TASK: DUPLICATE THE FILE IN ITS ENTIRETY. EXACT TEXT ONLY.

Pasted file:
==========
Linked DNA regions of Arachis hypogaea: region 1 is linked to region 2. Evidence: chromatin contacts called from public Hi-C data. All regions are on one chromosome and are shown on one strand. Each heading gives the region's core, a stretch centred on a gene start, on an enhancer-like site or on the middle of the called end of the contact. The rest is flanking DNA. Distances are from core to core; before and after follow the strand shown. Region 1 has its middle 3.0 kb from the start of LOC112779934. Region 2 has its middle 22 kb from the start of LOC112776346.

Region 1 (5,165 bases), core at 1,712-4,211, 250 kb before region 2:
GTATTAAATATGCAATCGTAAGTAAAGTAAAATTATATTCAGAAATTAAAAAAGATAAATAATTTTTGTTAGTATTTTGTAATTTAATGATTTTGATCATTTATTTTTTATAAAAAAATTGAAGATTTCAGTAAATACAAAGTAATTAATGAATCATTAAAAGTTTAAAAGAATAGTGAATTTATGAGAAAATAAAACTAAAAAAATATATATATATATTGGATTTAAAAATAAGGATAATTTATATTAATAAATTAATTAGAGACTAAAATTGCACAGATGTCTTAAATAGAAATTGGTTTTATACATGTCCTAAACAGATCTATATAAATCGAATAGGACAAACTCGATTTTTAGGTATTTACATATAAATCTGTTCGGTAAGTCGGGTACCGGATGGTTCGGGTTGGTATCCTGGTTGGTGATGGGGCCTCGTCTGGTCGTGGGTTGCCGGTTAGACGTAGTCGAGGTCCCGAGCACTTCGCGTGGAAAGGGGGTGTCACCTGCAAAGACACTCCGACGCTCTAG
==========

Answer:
Linked DNA regions of Arachis hypogaea: region 1 is linked to region 2. Evidence: chromatin contacts called from public Hi-C data. All regions are on one chromosome and are shown on one strand. Each heading gives the region's core, a stretch centred on a gene start, on an enhancer-like site or on the middle of the called end of the contact. The rest is flanking DNA. Distances are from core to core; before and after follow the strand shown. Region 1 has its middle 3.0 kb from the start of LOC112779934. Region 2 has its middle 22 kb from the start of LOC112776346.

Region 1 (5,165 bases), core at 1,712-4,211, 250 kb before region 2:
GTATTAAATATGCAATCGTAAGTAAAGTAAAATTATATTCAGAAATTAAAAAAGATAAATAATTTTTGTTAGTATTTTGTAATTTAATGATTTTGATCATTTATTTTTTATAAAAAAATTGAAGATTTCAGTAAATACAAAGTAATTAATGAATCATTAAAAGTTTAAAAGAATAGTGAATTTATGAGAAAATAAAACTAAAAAAATATATATATATATTGGATTTAAAAATAAGGATAATTTATATTAATAAATTAATTAGAGACTAAAATTGCACAGATGTCTTAAATAGAAATTGGTTTTATACATGTCCTAAACAGATCTATATAAATCGAATAGGACAAACTCGATTTTTAGGTATTTACATATAAATCTGTTCGGTAAGTCGGGTACCGGATGGTTCGGGTTGGTATCCTGGTTGGTGATGGGGCCTCGTCTGGTCGTGGGTTGCCGGTTAGACGTAGTCGAGGTCCCGAGCACTTCGCGTGGAAAGGGGGTGTCACCTGCAAAGACACTCCGACGCTCTAG